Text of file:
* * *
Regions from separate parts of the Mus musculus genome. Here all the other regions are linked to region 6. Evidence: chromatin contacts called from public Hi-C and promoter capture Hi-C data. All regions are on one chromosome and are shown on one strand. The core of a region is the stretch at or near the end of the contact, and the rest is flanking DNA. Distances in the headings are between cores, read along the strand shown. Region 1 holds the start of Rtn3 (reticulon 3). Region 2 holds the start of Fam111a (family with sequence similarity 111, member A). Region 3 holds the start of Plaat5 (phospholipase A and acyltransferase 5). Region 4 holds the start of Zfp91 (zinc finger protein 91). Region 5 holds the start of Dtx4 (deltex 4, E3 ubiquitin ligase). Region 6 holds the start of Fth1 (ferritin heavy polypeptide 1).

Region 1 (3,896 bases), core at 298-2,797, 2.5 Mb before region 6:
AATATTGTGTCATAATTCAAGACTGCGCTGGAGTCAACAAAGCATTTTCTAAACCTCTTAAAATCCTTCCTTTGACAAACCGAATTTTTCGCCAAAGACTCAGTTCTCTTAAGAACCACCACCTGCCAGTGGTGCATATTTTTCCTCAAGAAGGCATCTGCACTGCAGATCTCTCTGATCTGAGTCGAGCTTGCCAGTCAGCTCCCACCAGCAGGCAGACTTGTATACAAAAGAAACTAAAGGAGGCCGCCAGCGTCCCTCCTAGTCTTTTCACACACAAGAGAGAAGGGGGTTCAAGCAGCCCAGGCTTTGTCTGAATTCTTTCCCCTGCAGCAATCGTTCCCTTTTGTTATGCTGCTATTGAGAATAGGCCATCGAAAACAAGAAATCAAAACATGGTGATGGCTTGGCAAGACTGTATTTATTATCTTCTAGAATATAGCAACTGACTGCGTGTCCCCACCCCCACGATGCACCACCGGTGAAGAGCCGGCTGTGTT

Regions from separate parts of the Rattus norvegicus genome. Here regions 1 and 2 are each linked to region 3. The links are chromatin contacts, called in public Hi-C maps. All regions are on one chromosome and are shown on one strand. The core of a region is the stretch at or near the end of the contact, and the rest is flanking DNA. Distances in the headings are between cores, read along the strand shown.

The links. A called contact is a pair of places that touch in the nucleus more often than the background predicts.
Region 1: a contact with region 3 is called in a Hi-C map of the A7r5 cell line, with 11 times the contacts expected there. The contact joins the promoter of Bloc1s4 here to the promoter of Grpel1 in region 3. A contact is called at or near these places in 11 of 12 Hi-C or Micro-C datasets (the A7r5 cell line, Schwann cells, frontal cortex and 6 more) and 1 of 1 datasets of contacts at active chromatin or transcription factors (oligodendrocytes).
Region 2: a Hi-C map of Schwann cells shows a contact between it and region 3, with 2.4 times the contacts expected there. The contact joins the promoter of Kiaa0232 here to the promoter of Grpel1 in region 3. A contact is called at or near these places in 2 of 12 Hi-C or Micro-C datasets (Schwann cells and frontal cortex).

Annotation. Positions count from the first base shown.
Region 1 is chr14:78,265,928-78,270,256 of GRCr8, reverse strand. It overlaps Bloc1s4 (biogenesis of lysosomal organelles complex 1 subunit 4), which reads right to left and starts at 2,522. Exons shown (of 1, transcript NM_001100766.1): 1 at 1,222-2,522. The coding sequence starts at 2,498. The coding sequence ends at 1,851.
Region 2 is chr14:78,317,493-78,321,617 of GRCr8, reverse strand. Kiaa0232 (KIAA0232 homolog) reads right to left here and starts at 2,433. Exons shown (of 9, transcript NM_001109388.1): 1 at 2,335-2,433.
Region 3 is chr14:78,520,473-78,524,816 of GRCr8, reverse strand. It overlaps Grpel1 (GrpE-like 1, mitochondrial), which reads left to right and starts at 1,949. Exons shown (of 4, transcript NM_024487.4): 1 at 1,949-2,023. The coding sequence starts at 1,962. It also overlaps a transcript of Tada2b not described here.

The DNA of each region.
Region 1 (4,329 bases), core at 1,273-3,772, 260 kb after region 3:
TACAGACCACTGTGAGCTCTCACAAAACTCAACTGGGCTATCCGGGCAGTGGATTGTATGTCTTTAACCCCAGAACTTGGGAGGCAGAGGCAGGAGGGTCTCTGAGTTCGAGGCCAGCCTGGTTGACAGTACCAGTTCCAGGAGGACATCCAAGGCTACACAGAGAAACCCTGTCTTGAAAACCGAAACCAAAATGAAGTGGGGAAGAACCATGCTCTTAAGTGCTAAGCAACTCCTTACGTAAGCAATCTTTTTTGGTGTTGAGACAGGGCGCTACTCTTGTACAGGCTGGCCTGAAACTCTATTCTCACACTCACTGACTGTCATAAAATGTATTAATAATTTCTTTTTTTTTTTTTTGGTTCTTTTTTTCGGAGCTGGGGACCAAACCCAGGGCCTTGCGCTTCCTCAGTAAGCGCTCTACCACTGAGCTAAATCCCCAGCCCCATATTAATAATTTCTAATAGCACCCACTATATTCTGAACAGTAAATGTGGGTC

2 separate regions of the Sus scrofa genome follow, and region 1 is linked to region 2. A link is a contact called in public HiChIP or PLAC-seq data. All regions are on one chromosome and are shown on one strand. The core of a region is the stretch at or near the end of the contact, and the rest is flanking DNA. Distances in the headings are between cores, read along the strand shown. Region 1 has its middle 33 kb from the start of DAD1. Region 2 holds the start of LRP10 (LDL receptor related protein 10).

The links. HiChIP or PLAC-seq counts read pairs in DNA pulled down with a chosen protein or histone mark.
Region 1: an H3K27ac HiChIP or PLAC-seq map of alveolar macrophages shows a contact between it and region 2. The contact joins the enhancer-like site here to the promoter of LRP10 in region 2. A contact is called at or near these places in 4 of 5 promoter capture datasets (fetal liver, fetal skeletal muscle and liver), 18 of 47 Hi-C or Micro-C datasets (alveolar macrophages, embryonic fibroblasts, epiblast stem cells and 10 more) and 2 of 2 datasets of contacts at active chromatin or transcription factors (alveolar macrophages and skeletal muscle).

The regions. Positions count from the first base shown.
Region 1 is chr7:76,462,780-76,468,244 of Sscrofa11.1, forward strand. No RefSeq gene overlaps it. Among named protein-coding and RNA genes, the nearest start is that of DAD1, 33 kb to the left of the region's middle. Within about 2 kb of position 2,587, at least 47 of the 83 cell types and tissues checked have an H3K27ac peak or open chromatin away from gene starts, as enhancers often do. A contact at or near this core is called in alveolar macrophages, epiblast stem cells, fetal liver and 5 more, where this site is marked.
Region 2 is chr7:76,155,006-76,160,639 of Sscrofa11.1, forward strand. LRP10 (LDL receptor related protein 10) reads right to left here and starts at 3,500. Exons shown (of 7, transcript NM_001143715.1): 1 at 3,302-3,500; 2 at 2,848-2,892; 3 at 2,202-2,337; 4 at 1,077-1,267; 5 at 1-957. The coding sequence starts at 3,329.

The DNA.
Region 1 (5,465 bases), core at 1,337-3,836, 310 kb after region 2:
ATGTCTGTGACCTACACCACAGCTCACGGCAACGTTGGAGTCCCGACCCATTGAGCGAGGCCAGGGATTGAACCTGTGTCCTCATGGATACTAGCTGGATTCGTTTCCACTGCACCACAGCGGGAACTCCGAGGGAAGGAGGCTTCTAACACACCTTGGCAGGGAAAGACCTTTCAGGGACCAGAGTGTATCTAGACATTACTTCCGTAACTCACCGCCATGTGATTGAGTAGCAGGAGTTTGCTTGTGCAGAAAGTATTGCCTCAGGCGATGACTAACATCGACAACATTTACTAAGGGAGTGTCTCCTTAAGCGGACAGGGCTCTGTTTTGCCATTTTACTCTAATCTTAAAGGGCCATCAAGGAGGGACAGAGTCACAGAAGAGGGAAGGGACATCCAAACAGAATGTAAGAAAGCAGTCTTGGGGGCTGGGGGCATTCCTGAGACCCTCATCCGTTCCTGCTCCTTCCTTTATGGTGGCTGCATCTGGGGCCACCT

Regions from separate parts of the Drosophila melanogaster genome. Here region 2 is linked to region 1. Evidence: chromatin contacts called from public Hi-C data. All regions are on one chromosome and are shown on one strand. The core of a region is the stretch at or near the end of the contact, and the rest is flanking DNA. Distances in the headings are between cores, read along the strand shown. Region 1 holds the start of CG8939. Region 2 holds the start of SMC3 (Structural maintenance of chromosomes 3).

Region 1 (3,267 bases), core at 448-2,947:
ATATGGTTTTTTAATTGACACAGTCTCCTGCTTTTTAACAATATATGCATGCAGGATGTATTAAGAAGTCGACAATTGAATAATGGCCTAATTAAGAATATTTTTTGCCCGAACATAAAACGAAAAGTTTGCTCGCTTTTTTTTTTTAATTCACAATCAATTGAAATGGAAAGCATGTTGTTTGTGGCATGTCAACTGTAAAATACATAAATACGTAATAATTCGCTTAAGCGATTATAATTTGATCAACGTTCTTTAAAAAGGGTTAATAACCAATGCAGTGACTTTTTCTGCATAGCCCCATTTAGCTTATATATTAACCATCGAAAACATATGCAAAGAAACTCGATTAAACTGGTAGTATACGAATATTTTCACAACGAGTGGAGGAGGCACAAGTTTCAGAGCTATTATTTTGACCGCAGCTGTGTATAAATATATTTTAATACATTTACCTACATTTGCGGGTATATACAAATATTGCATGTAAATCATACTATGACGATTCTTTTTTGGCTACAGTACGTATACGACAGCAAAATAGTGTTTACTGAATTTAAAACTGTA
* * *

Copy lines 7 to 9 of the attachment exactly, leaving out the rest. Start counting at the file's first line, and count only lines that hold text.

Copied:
Region 2: a Hi-C map of Schwann cells shows a contact between it and region 3, with 2.4 times the contacts expected there. The contact joins the promoter of Kiaa0232 here to the promoter of Grpel1 in region 3. A contact is called at or near these places in 2 of 12 Hi-C or Micro-C datasets (Schwann cells and frontal cortex).

Annotation. Positions count from the first base shown.
Region 1 is chr14:78,265,928-78,270,256 of GRCr8, reverse strand. It overlaps Bloc1s4 (biogenesis of lysosomal organelles complex 1 subunit 4), which reads right to left and starts at 2,522. Exons shown (of 1, transcript NM_001100766.1): 1 at 1,222-2,522. The coding sequence starts at 2,498. The coding sequence ends at 1,851.